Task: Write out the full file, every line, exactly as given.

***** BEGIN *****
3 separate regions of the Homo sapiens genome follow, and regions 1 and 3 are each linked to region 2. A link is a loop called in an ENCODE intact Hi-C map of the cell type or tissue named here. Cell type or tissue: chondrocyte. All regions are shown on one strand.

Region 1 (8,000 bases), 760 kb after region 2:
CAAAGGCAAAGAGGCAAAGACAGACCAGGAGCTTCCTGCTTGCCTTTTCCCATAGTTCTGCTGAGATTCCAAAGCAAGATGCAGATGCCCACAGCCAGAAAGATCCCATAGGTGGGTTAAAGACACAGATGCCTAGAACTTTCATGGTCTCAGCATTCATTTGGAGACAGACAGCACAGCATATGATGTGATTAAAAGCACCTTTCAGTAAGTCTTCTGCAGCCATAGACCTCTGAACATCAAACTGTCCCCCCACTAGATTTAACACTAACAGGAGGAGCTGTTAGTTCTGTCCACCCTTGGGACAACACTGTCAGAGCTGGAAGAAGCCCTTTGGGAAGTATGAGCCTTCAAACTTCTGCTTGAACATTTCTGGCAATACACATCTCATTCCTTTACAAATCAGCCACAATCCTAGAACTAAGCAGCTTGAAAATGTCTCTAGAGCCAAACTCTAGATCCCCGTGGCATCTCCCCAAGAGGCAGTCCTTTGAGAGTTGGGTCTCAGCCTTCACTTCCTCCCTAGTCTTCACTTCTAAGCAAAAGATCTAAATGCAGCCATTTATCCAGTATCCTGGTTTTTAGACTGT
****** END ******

3 separate regions of the Homo sapiens genome follow, and regions 1 and 3 are each linked to region 2. A link is a loop called in an ENCODE intact Hi-C map of the cell type or tissue named here. Cell type or tissue: chondrocyte. All regions are shown on one strand.

Region 1 (8,000 bases), 760 kb after region 2:
CAAAGGCAAAGAGGCAAAGACAGACCAGGAGCTTCCTGCTTGCCTTTTCCCATAGTTCTGCTGAGATTCCAAAGCAAGATGCAGATGCCCACAGCCAGAAAGATCCCATAGGTGGGTTAAAGACACAGATGCCTAGAACTTTCATGGTCTCAGCATTCATTTGGAGACAGACAGCACAGCATATGATGTGATTAAAAGCACCTTTCAGTAAGTCTTCTGCAGCCATAGACCTCTGAACATCAAACTGTCCCCCCACTAGATTTAACACTAACAGGAGGAGCTGTTAGTTCTGTCCACCCTTGGGACAACACTGTCAGAGCTGGAAGAAGCCCTTTGGGAAGTATGAGCCTTCAAACTTCTGCTTGAACATTTCTGGCAATACACATCTCATTCCTTTACAAATCAGCCACAATCCTAGAACTAAGCAGCTTGAAAATGTCTCTAGAGCCAAACTCTAGATCCCCGTGGCATCTCCCCAAGAGGCAGTCCTTTGAGAGTTGGGTCTCAGCCTTCACTTCCTCCCTAGTCTTCACTTCTAAGCAAAAGATCTAAATGCAGCCATTTATCCAGTATCCTGGTTTTTAGACTGT